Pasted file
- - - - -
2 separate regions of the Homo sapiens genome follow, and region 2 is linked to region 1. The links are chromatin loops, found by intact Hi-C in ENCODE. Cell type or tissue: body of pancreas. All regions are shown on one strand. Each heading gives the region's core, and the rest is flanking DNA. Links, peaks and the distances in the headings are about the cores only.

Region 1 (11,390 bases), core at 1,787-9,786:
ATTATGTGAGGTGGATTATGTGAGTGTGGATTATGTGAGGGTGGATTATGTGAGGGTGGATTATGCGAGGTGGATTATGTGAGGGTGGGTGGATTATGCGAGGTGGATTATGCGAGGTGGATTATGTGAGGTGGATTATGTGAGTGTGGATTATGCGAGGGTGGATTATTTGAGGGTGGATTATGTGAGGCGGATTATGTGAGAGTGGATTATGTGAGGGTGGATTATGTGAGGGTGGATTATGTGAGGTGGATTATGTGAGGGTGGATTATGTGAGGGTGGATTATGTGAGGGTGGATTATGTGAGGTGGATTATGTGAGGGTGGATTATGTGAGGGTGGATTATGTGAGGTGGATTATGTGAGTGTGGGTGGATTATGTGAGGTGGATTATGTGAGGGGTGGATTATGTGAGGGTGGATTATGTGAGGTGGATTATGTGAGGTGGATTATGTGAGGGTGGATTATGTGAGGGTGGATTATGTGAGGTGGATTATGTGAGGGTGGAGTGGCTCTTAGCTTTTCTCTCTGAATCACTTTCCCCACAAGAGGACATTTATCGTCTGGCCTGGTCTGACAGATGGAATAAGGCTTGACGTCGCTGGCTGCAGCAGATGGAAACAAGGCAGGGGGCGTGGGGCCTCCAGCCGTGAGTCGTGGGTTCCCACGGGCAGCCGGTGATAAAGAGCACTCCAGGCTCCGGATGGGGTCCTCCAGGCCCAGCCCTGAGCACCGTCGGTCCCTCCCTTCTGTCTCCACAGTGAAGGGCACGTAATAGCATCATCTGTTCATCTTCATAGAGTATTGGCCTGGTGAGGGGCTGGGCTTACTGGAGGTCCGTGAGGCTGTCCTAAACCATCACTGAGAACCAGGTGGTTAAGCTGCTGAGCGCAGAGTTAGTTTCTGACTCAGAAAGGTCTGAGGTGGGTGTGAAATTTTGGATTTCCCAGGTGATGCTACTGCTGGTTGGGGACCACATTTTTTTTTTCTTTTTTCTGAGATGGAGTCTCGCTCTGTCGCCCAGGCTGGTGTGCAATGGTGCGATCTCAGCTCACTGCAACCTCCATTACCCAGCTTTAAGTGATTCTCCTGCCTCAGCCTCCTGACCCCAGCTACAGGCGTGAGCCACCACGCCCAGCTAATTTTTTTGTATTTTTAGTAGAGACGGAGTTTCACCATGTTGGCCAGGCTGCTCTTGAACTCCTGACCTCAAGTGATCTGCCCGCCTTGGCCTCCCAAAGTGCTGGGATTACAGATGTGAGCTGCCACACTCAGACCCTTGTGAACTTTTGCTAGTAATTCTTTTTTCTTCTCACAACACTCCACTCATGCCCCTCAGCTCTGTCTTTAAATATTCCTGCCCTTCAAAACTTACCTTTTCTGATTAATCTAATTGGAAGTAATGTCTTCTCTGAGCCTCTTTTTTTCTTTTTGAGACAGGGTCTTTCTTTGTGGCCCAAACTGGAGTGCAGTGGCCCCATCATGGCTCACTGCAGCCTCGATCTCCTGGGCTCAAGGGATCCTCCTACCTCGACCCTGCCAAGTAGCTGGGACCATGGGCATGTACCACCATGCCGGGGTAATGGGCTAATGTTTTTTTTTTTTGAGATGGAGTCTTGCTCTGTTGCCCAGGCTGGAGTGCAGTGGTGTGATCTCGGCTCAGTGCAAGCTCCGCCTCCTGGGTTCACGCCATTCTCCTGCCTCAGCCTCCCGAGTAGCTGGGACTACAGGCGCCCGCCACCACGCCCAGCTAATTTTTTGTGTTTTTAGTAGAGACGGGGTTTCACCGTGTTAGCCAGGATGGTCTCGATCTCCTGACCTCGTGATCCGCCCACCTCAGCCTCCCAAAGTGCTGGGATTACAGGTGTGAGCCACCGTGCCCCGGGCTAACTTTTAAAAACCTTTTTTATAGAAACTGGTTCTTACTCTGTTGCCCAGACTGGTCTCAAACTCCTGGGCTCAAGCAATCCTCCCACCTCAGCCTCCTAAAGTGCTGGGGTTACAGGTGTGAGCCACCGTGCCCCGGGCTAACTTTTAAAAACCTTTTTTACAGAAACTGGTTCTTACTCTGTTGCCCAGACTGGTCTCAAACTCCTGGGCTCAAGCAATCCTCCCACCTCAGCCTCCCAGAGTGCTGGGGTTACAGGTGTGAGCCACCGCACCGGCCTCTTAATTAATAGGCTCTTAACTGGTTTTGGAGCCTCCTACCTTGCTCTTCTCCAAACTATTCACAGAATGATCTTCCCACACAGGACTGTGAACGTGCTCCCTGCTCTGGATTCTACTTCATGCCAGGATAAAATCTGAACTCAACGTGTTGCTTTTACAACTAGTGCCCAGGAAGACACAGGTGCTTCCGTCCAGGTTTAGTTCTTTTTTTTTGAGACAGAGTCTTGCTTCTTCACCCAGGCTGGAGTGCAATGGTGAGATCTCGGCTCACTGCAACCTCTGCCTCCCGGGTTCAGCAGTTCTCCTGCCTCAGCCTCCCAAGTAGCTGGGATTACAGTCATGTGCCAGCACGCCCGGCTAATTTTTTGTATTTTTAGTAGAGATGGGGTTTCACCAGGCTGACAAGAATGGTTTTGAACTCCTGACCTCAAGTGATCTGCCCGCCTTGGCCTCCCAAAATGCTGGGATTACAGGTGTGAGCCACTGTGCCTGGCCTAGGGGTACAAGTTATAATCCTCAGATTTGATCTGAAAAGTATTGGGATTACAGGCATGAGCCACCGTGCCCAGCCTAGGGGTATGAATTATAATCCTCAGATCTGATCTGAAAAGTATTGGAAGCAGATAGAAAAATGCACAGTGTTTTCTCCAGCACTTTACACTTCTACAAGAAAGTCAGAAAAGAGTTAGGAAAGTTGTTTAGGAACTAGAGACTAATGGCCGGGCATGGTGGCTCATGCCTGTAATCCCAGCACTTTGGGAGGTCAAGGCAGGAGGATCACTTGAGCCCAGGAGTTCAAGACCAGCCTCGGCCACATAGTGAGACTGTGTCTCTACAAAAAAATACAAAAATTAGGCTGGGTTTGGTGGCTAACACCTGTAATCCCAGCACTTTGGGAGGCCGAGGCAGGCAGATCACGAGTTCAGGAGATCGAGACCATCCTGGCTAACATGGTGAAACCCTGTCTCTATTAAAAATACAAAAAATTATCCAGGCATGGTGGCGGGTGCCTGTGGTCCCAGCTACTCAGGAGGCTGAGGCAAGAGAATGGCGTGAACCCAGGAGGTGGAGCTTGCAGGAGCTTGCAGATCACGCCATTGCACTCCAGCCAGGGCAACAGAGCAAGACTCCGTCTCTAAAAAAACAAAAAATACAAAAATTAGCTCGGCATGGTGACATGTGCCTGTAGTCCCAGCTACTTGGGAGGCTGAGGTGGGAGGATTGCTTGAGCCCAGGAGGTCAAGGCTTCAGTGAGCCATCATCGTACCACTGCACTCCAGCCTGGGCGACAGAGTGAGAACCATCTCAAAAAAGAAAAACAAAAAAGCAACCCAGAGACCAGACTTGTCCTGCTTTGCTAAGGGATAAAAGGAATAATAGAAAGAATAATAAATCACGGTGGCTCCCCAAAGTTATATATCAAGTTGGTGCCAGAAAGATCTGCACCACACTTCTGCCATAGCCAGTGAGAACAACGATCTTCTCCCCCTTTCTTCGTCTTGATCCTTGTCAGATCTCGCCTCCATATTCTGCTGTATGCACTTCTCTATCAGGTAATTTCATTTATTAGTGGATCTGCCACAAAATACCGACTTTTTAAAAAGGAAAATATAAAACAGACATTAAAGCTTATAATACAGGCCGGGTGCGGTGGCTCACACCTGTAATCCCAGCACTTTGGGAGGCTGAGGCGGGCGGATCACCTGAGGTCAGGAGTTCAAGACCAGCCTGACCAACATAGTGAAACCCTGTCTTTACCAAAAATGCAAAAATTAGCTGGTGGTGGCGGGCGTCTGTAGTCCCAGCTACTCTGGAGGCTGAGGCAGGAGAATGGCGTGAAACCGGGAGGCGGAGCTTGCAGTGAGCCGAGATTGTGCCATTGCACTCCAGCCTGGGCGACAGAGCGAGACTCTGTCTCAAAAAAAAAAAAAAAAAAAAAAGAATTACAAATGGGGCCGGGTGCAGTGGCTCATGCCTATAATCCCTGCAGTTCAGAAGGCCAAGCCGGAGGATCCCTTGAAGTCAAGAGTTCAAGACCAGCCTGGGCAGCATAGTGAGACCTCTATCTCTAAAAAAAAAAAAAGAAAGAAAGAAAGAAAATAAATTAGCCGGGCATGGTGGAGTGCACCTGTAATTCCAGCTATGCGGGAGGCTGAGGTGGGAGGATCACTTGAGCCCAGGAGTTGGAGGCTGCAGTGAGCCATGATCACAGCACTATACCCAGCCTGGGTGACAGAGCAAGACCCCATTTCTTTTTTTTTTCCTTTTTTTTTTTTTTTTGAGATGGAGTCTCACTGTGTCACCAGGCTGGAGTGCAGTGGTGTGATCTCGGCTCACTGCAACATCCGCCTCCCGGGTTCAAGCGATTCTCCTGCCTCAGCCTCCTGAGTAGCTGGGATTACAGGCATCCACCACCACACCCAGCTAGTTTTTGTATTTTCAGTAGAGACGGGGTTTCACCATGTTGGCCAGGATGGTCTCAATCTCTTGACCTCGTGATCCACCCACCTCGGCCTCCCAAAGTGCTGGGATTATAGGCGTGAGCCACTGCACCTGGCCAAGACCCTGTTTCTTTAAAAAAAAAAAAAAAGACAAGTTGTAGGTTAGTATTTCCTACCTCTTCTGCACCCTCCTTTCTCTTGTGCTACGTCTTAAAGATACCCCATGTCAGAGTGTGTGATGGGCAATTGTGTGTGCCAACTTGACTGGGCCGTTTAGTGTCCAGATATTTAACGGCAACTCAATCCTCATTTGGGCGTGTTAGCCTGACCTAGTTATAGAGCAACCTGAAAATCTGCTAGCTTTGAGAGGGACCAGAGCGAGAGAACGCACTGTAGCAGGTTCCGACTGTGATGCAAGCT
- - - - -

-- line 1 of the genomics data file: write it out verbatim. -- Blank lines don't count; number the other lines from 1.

2 separate regions of the Homo sapiens genome follow, and region 2 is linked to region 1. The links are chromatin loops, found by intact Hi-C in ENCODE. Cell type or tissue: body of pancreas. All regions are shown on one strand. Each heading gives the region's core, and the rest is flanking DNA. Links, peaks and the distances in the headings are about the cores only.